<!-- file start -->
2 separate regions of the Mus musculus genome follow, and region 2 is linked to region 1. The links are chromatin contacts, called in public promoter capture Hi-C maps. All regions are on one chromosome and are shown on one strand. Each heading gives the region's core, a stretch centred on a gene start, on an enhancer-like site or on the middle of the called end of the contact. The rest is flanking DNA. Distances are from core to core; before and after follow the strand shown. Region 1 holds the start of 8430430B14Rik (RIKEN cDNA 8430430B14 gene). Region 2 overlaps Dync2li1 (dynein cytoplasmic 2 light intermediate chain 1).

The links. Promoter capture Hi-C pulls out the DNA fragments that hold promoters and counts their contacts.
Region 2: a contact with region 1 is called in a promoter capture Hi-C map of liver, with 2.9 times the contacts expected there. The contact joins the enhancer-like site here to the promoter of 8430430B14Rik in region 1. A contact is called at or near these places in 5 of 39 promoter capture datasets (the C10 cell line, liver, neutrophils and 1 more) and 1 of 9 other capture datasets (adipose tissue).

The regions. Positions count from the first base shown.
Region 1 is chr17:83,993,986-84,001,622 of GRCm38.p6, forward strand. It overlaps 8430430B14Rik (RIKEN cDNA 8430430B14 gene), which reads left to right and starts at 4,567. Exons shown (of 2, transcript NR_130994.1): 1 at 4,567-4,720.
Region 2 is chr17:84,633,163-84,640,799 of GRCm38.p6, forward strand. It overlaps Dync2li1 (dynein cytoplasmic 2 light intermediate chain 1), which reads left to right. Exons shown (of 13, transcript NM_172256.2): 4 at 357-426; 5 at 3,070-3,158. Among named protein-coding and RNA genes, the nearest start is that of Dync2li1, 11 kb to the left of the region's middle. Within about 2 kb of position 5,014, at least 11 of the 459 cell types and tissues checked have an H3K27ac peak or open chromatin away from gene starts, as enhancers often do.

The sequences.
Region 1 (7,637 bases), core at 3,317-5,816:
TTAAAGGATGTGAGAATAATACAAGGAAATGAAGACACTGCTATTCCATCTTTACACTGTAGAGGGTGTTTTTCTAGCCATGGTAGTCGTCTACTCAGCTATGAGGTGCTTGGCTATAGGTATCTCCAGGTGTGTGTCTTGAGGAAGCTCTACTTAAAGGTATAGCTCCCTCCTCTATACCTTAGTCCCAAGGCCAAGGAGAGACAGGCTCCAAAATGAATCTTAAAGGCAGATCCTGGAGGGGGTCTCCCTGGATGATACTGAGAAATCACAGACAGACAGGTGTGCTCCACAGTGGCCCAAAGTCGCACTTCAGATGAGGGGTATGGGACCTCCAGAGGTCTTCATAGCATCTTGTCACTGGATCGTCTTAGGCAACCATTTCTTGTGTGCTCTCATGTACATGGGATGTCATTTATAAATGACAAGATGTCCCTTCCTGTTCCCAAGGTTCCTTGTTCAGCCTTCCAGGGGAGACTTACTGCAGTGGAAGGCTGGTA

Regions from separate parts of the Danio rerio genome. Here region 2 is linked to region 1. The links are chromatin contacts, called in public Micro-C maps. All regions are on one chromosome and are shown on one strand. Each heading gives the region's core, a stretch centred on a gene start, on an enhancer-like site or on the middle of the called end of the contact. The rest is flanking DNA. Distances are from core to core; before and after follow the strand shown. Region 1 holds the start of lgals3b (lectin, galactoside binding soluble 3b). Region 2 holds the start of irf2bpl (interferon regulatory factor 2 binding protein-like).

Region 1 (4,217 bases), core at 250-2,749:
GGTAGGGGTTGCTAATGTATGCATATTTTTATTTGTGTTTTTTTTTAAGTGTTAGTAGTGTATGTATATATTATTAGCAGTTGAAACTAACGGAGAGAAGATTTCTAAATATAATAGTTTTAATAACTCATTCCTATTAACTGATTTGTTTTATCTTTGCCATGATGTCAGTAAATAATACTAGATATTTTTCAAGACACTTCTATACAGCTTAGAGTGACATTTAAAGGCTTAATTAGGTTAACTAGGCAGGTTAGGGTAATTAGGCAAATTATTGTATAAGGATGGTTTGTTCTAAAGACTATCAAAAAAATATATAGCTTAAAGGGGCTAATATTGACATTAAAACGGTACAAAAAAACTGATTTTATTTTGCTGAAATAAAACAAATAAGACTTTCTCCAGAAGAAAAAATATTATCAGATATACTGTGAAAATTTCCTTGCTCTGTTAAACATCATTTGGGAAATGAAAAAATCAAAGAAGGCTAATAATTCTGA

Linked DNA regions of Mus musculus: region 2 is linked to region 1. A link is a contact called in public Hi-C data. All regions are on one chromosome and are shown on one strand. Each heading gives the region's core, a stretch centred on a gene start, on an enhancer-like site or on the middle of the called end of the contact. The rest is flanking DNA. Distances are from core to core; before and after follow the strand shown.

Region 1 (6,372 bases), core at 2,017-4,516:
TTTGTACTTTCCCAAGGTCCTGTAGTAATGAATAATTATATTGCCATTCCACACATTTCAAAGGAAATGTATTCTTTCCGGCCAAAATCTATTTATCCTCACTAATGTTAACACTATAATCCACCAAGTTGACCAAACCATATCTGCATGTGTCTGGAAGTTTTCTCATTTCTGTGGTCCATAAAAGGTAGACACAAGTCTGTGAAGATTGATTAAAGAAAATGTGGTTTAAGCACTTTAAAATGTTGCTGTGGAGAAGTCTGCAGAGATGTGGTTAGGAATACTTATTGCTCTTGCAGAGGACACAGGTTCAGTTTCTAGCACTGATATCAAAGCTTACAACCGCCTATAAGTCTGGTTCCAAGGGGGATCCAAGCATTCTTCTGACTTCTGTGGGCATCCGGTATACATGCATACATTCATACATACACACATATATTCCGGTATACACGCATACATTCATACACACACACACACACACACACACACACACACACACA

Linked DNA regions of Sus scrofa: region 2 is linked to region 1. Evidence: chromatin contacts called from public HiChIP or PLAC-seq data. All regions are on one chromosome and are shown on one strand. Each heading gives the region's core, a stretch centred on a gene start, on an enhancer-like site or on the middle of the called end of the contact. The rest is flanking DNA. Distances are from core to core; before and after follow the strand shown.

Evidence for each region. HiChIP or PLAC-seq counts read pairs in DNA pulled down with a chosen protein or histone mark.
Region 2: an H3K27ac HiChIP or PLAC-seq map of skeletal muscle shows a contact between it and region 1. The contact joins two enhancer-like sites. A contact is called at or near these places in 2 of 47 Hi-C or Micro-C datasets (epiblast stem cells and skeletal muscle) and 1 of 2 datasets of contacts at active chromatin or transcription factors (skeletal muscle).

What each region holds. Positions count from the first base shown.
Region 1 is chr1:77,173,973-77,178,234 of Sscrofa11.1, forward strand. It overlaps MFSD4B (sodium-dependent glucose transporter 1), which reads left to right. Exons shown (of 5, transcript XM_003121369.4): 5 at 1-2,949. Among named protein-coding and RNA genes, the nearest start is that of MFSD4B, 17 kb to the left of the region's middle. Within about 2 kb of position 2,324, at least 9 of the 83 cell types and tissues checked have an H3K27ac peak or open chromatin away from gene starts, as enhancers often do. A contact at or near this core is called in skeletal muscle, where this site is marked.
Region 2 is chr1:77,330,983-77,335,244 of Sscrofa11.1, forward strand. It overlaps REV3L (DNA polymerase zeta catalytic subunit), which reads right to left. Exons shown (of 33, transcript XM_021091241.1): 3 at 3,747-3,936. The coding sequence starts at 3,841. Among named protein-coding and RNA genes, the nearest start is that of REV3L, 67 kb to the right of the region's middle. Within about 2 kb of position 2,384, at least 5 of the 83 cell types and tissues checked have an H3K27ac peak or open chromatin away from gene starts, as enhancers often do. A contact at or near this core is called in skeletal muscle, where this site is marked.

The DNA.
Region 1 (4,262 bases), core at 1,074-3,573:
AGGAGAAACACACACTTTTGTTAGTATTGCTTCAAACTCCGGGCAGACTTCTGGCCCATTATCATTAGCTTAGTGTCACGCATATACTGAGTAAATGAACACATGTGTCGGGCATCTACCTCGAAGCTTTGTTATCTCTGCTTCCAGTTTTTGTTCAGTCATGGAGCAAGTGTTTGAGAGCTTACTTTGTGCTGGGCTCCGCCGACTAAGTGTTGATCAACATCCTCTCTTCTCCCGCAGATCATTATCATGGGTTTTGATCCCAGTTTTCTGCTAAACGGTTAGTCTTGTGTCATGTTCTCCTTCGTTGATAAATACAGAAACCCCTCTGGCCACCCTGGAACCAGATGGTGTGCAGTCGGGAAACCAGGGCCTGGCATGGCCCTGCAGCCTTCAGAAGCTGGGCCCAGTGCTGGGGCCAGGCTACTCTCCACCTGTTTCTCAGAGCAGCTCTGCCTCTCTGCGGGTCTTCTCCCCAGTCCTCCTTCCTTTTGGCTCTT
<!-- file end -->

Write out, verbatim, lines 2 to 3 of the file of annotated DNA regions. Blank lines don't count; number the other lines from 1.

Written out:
The links. Promoter capture Hi-C pulls out the DNA fragments that hold promoters and counts their contacts.
Region 2: a contact with region 1 is called in a promoter capture Hi-C map of liver, with 2.9 times the contacts expected there. The contact joins the enhancer-like site here to the promoter of 8430430B14Rik in region 1. A contact is called at or near these places in 5 of 39 promoter capture datasets (the C10 cell line, liver, neutrophils and 1 more) and 1 of 9 other capture datasets (adipose tissue).